• A Set message sets the value of an object instance within a managed device. Sets are not supported in Steel-Belted Radius Carrier.
  • A Trap message notifies the NMS asynchronously when an important event, such as a change in state or a device or component failure, has occurred. For example, a managed device might send a trap message if the amount of space on the RADIUS server falls below a specified threshold or if the server cannot access its authentication database.

    The SNMP traps supported by Steel-Belted Radius Carrier are fnkradtr.mib (for SNMP v1) and fnkradtr-v2 (for SNMP v2). Traps are divided into three types:

    • Informational traps are sent to report important RADIUS information that is not an error or a warning, such as when the RADIUS server daemon is loaded or unloaded, when a threshold of some kind has been exceeded, or when the system has recovered from a previous error or warning condition.
    • Warning traps are sent to report RADIUS behavior that indicates a problem has occurred or may occur, such as when the RADIUS server is unable to connect to an external SQL database or when the file system is almost full. Many of these warning traps can be diluted or have configurable thresholds.
    • Error traps are sent to report RADIUS problems that have occurred, such as when the RADIUS server is unable to initialize one or more critical components on startup. Most Error traps indicate that the RADIUS server failed to start properly for some reason, such as the inability to allocate memory from the system. Most of these traps cannot be diluted.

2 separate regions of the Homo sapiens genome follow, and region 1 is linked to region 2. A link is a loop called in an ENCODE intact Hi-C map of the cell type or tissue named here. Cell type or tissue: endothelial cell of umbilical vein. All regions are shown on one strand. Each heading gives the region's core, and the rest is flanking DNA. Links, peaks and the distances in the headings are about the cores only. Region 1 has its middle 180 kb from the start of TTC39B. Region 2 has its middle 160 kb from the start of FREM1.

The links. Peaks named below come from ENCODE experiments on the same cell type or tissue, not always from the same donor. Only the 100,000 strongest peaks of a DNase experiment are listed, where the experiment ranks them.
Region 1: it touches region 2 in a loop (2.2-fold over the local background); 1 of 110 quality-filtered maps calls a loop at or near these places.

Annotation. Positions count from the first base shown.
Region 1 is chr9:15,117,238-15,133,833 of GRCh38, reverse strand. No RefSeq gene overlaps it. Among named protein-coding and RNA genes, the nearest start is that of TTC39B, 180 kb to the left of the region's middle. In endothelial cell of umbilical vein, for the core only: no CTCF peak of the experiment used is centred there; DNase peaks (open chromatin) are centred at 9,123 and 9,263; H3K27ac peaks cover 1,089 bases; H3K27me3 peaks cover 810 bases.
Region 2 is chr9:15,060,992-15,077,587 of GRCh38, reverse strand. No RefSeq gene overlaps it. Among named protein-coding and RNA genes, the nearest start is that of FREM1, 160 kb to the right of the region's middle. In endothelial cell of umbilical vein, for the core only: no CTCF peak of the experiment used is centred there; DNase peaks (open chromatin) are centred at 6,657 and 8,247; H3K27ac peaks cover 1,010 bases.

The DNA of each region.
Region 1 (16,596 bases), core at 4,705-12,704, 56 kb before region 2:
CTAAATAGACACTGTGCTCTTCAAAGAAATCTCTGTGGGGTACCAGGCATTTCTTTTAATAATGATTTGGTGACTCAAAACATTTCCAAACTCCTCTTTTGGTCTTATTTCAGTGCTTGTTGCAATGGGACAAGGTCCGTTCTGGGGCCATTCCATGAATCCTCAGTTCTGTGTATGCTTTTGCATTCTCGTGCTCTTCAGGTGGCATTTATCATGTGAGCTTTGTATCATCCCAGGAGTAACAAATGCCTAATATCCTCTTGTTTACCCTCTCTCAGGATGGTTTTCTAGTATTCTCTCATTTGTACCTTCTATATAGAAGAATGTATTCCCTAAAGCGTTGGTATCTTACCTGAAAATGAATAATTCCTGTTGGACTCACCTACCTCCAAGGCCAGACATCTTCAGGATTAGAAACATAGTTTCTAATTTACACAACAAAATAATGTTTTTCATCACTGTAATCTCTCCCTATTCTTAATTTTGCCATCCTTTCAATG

Figure 17: SNMP Messages

      SNMP Messages

Dilution and Threshold

Trap event dilution means you can configure Steel-Belted Radius Carrier so that a particular trap is sent to the NMS once for every n occurrences of the condition that generated that trap. This allows for a fine degree of control with respect to trap generation for certain warning and error conditions. Many of the traps defined in fnkradtr.mib and jnx-diameter-base-protocol.mib can be diluted.

Some traps have configurable thresholds so you can set lower and upper limits of acceptable behavior, and to generate different types of traps depending on the condition. For example, you can configure SBR Carrier to send a warning trap message when if the count of available threads (for authentication and accounting) falls below 10, and to send an informational trap message when the count of available threads rises above 20.